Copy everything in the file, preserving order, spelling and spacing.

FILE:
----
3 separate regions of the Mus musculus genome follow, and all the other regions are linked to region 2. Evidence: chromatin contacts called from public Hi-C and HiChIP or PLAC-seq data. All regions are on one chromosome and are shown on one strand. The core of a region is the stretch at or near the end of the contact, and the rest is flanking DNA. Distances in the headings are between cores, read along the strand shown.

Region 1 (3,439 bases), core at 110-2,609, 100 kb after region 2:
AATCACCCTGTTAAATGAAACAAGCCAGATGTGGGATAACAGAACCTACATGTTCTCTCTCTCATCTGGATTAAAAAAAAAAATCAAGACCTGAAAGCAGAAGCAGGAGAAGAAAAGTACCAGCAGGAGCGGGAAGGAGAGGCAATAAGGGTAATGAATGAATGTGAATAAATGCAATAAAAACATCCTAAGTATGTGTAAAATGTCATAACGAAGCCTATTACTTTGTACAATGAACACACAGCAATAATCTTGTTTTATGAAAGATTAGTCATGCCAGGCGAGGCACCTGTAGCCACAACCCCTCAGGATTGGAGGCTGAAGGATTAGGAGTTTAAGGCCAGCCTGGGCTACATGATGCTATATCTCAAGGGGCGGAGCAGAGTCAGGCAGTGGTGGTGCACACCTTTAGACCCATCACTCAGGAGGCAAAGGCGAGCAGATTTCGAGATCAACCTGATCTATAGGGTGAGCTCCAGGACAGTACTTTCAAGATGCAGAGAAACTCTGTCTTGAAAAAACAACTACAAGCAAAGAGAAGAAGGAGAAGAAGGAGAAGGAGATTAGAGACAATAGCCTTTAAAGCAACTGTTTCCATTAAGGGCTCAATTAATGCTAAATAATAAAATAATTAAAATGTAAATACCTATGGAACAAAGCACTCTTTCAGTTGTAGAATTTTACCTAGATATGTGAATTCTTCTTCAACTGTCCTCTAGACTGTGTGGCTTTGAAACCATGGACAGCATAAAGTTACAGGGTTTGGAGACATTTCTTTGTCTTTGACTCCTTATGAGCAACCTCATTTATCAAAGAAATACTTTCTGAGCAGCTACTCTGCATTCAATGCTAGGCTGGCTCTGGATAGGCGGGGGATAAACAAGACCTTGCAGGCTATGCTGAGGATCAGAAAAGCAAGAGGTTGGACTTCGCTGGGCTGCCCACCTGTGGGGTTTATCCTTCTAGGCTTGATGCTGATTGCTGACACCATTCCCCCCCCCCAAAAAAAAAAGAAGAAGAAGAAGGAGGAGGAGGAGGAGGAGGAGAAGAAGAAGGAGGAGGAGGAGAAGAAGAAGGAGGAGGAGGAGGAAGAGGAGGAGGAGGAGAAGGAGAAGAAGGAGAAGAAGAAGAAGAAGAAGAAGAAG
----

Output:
3 separate regions of the Mus musculus genome follow, and all the other regions are linked to region 2. Evidence: chromatin contacts called from public Hi-C and HiChIP or PLAC-seq data. All regions are on one chromosome and are shown on one strand. The core of a region is the stretch at or near the end of the contact, and the rest is flanking DNA. Distances in the headings are between cores, read along the strand shown.

Region 1 (3,439 bases), core at 110-2,609, 100 kb after region 2:
AATCACCCTGTTAAATGAAACAAGCCAGATGTGGGATAACAGAACCTACATGTTCTCTCTCTCATCTGGATTAAAAAAAAAAATCAAGACCTGAAAGCAGAAGCAGGAGAAGAAAAGTACCAGCAGGAGCGGGAAGGAGAGGCAATAAGGGTAATGAATGAATGTGAATAAATGCAATAAAAACATCCTAAGTATGTGTAAAATGTCATAACGAAGCCTATTACTTTGTACAATGAACACACAGCAATAATCTTGTTTTATGAAAGATTAGTCATGCCAGGCGAGGCACCTGTAGCCACAACCCCTCAGGATTGGAGGCTGAAGGATTAGGAGTTTAAGGCCAGCCTGGGCTACATGATGCTATATCTCAAGGGGCGGAGCAGAGTCAGGCAGTGGTGGTGCACACCTTTAGACCCATCACTCAGGAGGCAAAGGCGAGCAGATTTCGAGATCAACCTGATCTATAGGGTGAGCTCCAGGACAGTACTTTCAAGATGCAGAGAAACTCTGTCTTGAAAAAACAACTACAAGCAAAGAGAAGAAGGAGAAGAAGGAGAAGGAGATTAGAGACAATAGCCTTTAAAGCAACTGTTTCCATTAAGGGCTCAATTAATGCTAAATAATAAAATAATTAAAATGTAAATACCTATGGAACAAAGCACTCTTTCAGTTGTAGAATTTTACCTAGATATGTGAATTCTTCTTCAACTGTCCTCTAGACTGTGTGGCTTTGAAACCATGGACAGCATAAAGTTACAGGGTTTGGAGACATTTCTTTGTCTTTGACTCCTTATGAGCAACCTCATTTATCAAAGAAATACTTTCTGAGCAGCTACTCTGCATTCAATGCTAGGCTGGCTCTGGATAGGCGGGGGATAAACAAGACCTTGCAGGCTATGCTGAGGATCAGAAAAGCAAGAGGTTGGACTTCGCTGGGCTGCCCACCTGTGGGGTTTATCCTTCTAGGCTTGATGCTGATTGCTGACACCATTCCCCCCCCCCAAAAAAAAAAGAAGAAGAAGAAGGAGGAGGAGGAGGAGGAGGAGAAGAAGAAGGAGGAGGAGGAGAAGAAGAAGGAGGAGGAGGAGGAAGAGGAGGAGGAGGAGAAGGAGAAGAAGGAGAAGAAGAAGAAGAAGAAGAAGAAG